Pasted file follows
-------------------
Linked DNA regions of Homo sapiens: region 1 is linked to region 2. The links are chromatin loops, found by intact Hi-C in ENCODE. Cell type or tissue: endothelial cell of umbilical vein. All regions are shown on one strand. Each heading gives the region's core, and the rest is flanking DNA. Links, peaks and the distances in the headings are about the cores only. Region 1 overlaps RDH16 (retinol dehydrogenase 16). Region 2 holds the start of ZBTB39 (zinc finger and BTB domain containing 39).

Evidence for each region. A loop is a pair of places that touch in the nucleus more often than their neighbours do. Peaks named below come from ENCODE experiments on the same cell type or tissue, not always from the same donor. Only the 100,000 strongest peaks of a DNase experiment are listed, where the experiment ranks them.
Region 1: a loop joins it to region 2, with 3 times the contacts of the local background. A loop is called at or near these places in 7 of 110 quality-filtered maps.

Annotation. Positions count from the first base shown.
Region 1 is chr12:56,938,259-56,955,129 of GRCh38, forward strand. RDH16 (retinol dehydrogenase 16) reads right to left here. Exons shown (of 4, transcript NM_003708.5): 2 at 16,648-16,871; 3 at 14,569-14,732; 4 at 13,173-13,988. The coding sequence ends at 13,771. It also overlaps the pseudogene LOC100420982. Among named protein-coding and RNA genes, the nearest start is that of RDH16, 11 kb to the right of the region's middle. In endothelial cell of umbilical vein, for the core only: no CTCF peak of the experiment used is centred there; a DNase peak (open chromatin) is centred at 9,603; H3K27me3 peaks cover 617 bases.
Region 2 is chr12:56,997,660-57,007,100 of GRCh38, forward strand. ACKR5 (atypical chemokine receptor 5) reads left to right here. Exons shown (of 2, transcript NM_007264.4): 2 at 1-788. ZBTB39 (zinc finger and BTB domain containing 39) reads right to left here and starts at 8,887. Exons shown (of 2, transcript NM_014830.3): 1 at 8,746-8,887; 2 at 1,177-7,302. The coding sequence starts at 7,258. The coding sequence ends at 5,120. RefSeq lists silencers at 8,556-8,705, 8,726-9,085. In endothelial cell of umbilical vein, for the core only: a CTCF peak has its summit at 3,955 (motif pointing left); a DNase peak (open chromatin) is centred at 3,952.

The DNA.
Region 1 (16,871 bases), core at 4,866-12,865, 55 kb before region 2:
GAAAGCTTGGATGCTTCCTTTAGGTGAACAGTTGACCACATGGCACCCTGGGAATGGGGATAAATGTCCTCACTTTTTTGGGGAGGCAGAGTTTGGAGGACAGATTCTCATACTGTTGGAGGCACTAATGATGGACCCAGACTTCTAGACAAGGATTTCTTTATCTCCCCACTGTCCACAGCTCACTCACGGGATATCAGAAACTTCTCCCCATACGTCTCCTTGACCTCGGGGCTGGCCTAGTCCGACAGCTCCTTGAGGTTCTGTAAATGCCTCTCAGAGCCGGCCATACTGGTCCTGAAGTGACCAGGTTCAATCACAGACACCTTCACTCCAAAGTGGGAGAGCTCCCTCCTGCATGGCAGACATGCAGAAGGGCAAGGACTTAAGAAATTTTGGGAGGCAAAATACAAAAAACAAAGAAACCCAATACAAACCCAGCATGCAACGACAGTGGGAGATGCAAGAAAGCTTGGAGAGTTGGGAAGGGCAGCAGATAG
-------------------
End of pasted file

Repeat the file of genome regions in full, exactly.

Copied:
Linked DNA regions of Homo sapiens: region 1 is linked to region 2. The links are chromatin loops, found by intact Hi-C in ENCODE. Cell type or tissue: endothelial cell of umbilical vein. All regions are shown on one strand. Each heading gives the region's core, and the rest is flanking DNA. Links, peaks and the distances in the headings are about the cores only. Region 1 overlaps RDH16 (retinol dehydrogenase 16). Region 2 holds the start of ZBTB39 (zinc finger and BTB domain containing 39).

Evidence for each region. A loop is a pair of places that touch in the nucleus more often than their neighbours do. Peaks named below come from ENCODE experiments on the same cell type or tissue, not always from the same donor. Only the 100,000 strongest peaks of a DNase experiment are listed, where the experiment ranks them.
Region 1: a loop joins it to region 2, with 3 times the contacts of the local background. A loop is called at or near these places in 7 of 110 quality-filtered maps.

Annotation. Positions count from the first base shown.
Region 1 is chr12:56,938,259-56,955,129 of GRCh38, forward strand. RDH16 (retinol dehydrogenase 16) reads right to left here. Exons shown (of 4, transcript NM_003708.5): 2 at 16,648-16,871; 3 at 14,569-14,732; 4 at 13,173-13,988. The coding sequence ends at 13,771. It also overlaps the pseudogene LOC100420982. Among named protein-coding and RNA genes, the nearest start is that of RDH16, 11 kb to the right of the region's middle. In endothelial cell of umbilical vein, for the core only: no CTCF peak of the experiment used is centred there; a DNase peak (open chromatin) is centred at 9,603; H3K27me3 peaks cover 617 bases.
Region 2 is chr12:56,997,660-57,007,100 of GRCh38, forward strand. ACKR5 (atypical chemokine receptor 5) reads left to right here. Exons shown (of 2, transcript NM_007264.4): 2 at 1-788. ZBTB39 (zinc finger and BTB domain containing 39) reads right to left here and starts at 8,887. Exons shown (of 2, transcript NM_014830.3): 1 at 8,746-8,887; 2 at 1,177-7,302. The coding sequence starts at 7,258. The coding sequence ends at 5,120. RefSeq lists silencers at 8,556-8,705, 8,726-9,085. In endothelial cell of umbilical vein, for the core only: a CTCF peak has its summit at 3,955 (motif pointing left); a DNase peak (open chromatin) is centred at 3,952.

The DNA.
Region 1 (16,871 bases), core at 4,866-12,865, 55 kb before region 2:
GAAAGCTTGGATGCTTCCTTTAGGTGAACAGTTGACCACATGGCACCCTGGGAATGGGGATAAATGTCCTCACTTTTTTGGGGAGGCAGAGTTTGGAGGACAGATTCTCATACTGTTGGAGGCACTAATGATGGACCCAGACTTCTAGACAAGGATTTCTTTATCTCCCCACTGTCCACAGCTCACTCACGGGATATCAGAAACTTCTCCCCATACGTCTCCTTGACCTCGGGGCTGGCCTAGTCCGACAGCTCCTTGAGGTTCTGTAAATGCCTCTCAGAGCCGGCCATACTGGTCCTGAAGTGACCAGGTTCAATCACAGACACCTTCACTCCAAAGTGGGAGAGCTCCCTCCTGCATGGCAGACATGCAGAAGGGCAAGGACTTAAGAAATTTTGGGAGGCAAAATACAAAAAACAAAGAAACCCAATACAAACCCAGCATGCAACGACAGTGGGAGATGCAAGAAAGCTTGGAGAGTTGGGAAGGGCAGCAGATAG